What's reassuring, too, is selling did not possess any of the characteristics indicative of capitulation. There's every reason to believe this week's decline was but the beginning of a turn lower in the stock market, rather than completing a consolidation of recent advances (say, since mid-April).

Of course, this is quite as one would expect given the wealth of evidence the stock market's advance off its March 17, 2008 low last week appeared near a turning point. Indeed, as I indicated last Friday, "If ever there were a time when a reversal of fortunes could come sweeping down upon the stock market like an avalanche, that time is now." Having sensed, "There simply can be no further delay," it has been reassuring to see Mr. Market dutifully obey.

Thus, "certainty" I claimed yesterday that, "the stock market very much appears on the verge of a meltdown," is elevated by such confirmation as this week's trading has given my outlook.


$NYA

As you see, this week's trading did not impact the broader NYSE Composite index as greatly as the high-capitalization S&P 100 index. On Wednesday I indicated "[this] suggests there's still a lot of selling yet to come." It still does.

Of course, nothing is set in stone. The next day or three could raise a sense of urgency about the outlook I presented last week suggesting the stock market is about to embark on an accelerated decline resembling the crash of October 1987. Despite showing little sign of buy-side strength this week, chances are the market is about to bounce.


$COMPQ

I wanted to throw in the NASDAQ Composite chart for good measure because performance across both major U.S. stock exchanges is consistent with my outlook, both over the next few days and over the next few weeks.

Today's decline to a new low for the week coincided with a lower volume of shares traded on both exchanges (relative to Wednesday). This indicates an exhaustion of selling sweeping across the stock market this week. Hence, my sense the market is poised to bounce.

Although both the NYSE and NASDAQ Composite indexes are finding support at the same relative levels, NASDAQ once again is showing how it demonstrates a leadership role in both directions. Its advance beginning two weeks ago and its decline this week were of greater magnitude, percentage-wise, than occurred on the NYSE.

Both indexes are similarly showing a building, underlying technical weakness. Note how both RSI and MACD at present are registering lower readings than two weeks ago. Subtle though it may seem, this condition is supportive of my outlook for a lot of selling yet to come.


NYSE 5-min
NASDAQ 5-min

You see here a closer look at how, even despite today's selling taking both the NYSE and NASDAQ Composite to new lows for the week, NASDAQ appears to be paving the way for the stock market to bounce.

However, sometime over the next week or so we should see the stock market accelerate lower. So, here's hoping for a bounce with volume bordering on pathetic...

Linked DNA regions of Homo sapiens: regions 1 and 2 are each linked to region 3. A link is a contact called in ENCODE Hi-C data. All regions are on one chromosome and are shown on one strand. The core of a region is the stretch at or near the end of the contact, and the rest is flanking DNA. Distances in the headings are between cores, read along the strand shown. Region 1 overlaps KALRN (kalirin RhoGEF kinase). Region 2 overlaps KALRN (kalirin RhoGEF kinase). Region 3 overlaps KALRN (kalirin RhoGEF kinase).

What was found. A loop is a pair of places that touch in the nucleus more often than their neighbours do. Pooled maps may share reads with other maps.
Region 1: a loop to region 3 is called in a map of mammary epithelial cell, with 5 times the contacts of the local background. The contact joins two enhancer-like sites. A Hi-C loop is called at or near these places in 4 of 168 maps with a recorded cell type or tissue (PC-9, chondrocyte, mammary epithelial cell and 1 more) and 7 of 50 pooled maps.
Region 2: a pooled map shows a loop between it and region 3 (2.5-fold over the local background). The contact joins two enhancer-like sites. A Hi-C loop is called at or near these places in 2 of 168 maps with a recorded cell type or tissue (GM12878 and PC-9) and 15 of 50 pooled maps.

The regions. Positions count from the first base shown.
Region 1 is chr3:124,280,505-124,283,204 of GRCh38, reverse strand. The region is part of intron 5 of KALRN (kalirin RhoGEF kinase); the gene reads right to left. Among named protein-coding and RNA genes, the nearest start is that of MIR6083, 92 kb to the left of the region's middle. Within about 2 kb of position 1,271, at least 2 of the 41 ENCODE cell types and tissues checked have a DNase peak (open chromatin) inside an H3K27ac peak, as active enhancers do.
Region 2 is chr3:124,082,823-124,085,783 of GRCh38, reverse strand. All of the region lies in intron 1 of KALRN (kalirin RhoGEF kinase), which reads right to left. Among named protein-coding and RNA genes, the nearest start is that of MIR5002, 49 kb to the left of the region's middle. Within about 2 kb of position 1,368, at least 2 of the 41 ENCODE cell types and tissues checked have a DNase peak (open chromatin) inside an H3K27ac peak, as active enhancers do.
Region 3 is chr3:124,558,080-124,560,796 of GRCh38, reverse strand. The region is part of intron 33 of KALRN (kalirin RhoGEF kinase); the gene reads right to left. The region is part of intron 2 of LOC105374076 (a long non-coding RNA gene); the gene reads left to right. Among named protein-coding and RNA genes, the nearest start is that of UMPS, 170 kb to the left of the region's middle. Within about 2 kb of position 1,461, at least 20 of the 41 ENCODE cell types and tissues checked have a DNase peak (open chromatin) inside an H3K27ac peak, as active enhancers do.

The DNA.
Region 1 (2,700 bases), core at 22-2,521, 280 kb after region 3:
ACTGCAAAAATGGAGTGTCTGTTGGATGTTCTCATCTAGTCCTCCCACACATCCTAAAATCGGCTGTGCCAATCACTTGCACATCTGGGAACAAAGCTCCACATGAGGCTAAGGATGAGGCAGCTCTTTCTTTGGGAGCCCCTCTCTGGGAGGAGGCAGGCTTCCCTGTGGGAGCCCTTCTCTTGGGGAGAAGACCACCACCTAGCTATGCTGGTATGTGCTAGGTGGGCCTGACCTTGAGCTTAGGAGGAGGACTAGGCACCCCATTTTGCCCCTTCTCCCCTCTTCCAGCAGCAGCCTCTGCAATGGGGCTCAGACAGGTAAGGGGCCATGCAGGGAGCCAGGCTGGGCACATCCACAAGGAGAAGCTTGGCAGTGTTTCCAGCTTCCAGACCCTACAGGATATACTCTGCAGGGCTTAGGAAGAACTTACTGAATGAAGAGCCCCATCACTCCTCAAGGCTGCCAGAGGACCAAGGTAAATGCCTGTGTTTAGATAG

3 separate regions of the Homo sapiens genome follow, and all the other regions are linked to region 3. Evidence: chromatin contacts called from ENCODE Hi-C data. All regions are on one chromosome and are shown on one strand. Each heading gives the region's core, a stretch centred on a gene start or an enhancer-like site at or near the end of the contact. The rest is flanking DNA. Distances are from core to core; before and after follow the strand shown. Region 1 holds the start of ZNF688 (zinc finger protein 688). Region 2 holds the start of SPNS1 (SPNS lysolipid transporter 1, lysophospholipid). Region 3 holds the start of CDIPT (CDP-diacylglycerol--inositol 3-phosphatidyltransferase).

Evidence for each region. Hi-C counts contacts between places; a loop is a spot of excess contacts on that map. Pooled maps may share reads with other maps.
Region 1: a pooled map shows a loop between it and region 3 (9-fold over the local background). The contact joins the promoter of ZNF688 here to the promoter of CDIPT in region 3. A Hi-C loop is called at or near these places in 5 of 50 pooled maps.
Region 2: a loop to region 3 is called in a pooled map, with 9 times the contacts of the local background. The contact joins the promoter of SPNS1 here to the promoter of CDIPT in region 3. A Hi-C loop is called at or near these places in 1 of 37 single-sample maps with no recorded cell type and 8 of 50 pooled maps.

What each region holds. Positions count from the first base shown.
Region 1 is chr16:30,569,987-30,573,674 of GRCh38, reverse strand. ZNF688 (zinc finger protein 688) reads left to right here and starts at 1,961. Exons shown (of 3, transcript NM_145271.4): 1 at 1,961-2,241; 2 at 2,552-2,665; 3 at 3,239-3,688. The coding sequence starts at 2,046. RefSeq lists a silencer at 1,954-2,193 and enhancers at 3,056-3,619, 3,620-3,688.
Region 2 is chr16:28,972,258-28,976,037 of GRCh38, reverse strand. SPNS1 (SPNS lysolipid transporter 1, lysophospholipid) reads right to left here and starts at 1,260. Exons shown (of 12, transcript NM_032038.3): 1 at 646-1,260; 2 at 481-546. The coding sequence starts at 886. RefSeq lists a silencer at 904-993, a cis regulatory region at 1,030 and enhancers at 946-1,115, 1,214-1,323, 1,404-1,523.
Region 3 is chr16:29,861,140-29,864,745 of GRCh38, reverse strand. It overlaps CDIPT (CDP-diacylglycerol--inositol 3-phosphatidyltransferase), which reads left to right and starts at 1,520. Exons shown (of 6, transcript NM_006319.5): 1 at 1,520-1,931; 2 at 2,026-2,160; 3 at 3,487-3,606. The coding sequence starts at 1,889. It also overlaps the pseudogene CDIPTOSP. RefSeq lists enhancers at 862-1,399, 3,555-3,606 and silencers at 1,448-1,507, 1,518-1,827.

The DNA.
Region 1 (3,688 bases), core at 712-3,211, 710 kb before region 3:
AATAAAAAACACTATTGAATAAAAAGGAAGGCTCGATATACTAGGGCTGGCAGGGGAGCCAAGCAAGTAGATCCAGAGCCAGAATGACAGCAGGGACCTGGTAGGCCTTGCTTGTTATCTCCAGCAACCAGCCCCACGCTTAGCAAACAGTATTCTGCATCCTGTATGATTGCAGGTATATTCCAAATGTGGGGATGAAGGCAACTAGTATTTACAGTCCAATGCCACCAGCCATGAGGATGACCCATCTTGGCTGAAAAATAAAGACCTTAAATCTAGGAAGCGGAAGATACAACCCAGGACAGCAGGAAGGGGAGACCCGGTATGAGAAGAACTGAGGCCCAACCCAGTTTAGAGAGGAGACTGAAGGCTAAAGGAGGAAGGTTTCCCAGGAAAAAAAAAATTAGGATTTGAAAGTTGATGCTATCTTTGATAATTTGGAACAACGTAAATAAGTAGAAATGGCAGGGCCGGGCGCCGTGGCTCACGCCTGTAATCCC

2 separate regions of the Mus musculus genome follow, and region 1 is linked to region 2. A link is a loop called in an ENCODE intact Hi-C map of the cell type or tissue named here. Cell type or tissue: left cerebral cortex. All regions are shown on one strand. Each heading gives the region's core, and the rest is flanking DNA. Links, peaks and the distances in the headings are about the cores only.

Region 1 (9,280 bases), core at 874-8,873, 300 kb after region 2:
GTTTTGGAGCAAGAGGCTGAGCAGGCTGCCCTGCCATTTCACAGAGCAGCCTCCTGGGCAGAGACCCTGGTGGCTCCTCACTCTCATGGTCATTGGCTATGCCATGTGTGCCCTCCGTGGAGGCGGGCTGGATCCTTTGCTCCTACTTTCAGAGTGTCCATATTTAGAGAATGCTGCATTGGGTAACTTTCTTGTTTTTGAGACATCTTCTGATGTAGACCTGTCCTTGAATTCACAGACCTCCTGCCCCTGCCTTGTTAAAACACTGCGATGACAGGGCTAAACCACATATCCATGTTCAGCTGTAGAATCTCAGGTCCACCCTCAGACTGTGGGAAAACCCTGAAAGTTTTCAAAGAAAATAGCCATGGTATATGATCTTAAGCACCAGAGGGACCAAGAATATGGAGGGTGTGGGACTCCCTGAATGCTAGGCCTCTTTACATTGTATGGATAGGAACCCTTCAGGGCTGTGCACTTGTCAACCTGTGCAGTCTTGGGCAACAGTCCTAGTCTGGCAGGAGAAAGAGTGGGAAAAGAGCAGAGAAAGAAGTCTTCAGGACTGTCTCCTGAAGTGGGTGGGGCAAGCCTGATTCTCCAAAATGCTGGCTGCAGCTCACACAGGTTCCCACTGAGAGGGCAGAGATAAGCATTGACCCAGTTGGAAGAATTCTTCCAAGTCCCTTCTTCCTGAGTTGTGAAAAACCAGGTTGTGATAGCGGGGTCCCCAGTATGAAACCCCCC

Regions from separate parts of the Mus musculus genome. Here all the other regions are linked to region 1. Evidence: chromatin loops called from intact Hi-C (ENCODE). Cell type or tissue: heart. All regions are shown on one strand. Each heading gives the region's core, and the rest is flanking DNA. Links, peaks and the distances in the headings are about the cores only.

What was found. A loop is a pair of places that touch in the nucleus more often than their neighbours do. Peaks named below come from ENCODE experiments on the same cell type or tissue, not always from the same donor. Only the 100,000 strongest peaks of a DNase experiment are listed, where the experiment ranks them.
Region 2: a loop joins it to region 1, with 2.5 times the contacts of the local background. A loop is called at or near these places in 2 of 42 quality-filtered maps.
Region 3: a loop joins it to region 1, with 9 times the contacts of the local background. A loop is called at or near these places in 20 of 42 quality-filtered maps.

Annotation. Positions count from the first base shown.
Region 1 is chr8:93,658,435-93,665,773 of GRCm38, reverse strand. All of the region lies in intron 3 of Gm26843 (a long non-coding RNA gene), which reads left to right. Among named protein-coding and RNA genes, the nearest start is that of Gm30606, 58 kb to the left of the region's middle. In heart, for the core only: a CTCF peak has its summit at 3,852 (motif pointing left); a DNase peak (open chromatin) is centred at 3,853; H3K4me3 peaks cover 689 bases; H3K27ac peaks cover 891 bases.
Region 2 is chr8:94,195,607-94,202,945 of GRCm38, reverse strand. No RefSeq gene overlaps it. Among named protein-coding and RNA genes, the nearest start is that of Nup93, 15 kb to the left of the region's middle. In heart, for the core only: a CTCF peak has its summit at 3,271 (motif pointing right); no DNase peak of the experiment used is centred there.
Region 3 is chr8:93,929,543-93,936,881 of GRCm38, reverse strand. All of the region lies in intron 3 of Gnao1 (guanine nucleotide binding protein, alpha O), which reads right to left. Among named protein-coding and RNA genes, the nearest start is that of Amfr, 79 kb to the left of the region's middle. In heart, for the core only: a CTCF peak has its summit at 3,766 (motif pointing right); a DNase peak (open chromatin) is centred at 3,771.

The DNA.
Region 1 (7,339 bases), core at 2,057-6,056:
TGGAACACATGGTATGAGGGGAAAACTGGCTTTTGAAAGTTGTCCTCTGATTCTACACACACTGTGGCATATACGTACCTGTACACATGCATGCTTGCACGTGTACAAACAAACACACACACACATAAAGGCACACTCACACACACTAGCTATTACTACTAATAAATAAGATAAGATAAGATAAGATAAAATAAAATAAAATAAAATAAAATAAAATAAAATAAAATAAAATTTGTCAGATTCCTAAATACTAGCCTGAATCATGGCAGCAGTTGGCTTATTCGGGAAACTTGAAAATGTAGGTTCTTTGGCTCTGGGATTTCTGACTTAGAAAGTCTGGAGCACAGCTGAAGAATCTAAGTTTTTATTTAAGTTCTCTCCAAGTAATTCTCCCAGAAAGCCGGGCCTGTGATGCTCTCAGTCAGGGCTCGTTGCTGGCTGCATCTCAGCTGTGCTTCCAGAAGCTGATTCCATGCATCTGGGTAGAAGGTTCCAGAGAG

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© The Risk Averse Alert — Advocating a patient, disciplined approach to stock market investing. Overriding objective is limiting financial risk. Minimizing investment capital loss is a priority.

Analysis centers on the stock market's path of least resistance. Long-term, this drives a simple strategy for safely investing a 401(k) for maximum profit. Intermediate-term, investing with stock index tracking-ETFs (both their long and short varieties) is advanced. Short-term, stock index options occasionally offer extraordinary profit opportunities when the stock market is moving along its projected path.

Nothing is set in stone. Nor is the stock market's path of least resistance always known. More often than not, there are no stock index option positions recommended.


There's an easy way to boost your investment discipline...

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Thursday, May 22, 2008

Precious Few Investors Will Not Be Caught With Their Pants Down


Experience reveals it is a rare moment when virtual certainty about the stock market's imminent fate prevails. If you have been at the game of investing for as long as I have, then you understand how precious a thing "certainty" is. It is a sense as rare as air on the moon.

Those of you who have been reading my musings over the past couple months know I am careful to convey a reasonable tone of diffidence. I am generally mindful not to pound the table about anything.

Still, the stock market very much appears on the verge of a meltdown. I believe the next few weeks stand to be the ugliest seen on Wall Street in several years. And as much as certainty is possible, I am, in fact, quite sure of it.

This might be new news to you. So, consider my confidence ... look closely at the opportunity I am freely presenting ... and make this blog your Memorial Day weekend assignment. A low-risk opportunity to turn chump change into something you can use to help make your life beautiful is here.

To those of you who already know the plan here is where we stand...

Save providing a great opportunity to initiate an OEX Put position, trading today was a favorable follow-up to what has thus far transpired this week. What I want to see now is really quite simple.


OEX 5-min